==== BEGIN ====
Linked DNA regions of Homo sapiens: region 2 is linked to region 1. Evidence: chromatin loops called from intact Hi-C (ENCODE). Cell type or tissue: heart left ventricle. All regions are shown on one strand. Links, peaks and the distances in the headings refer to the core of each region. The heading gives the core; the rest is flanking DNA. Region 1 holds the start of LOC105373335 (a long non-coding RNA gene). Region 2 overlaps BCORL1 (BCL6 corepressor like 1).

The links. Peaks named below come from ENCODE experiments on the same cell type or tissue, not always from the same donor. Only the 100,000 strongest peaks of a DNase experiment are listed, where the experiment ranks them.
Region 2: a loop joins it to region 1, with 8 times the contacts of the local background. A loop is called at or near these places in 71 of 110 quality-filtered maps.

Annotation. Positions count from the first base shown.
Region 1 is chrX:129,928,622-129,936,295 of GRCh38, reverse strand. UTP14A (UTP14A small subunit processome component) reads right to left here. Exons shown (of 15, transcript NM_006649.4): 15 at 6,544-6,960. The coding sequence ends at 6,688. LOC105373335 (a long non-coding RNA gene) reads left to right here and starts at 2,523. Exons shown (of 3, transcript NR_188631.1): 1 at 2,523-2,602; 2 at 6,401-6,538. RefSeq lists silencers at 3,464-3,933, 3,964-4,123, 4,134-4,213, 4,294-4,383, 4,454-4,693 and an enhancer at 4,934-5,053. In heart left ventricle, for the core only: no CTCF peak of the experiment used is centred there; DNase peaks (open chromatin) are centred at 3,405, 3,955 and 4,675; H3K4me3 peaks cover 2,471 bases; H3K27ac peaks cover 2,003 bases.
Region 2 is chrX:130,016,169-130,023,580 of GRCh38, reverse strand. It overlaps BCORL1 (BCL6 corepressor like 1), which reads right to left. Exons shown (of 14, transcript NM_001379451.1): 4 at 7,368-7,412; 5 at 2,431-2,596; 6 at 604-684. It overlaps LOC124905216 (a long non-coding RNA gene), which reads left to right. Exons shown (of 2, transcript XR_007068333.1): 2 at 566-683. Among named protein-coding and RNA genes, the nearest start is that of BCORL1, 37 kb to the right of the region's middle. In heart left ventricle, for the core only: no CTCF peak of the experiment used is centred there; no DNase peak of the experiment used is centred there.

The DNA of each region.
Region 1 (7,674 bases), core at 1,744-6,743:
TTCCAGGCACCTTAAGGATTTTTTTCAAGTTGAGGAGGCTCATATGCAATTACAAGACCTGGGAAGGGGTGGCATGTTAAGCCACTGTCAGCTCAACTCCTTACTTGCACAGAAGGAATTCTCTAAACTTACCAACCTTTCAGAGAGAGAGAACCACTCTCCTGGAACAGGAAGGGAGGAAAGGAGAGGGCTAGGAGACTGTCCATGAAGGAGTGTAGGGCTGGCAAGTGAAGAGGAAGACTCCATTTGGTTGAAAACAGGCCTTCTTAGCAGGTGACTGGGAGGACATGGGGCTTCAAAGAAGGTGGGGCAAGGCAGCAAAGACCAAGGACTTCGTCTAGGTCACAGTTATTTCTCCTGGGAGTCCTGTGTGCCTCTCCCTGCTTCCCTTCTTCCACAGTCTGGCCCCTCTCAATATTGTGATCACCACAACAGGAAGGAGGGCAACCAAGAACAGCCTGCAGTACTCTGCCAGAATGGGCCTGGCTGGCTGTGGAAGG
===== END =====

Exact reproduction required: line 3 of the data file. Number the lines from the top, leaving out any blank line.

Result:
Region 2: a loop joins it to region 1, with 8 times the contacts of the local background. A loop is called at or near these places in 71 of 110 quality-filtered maps.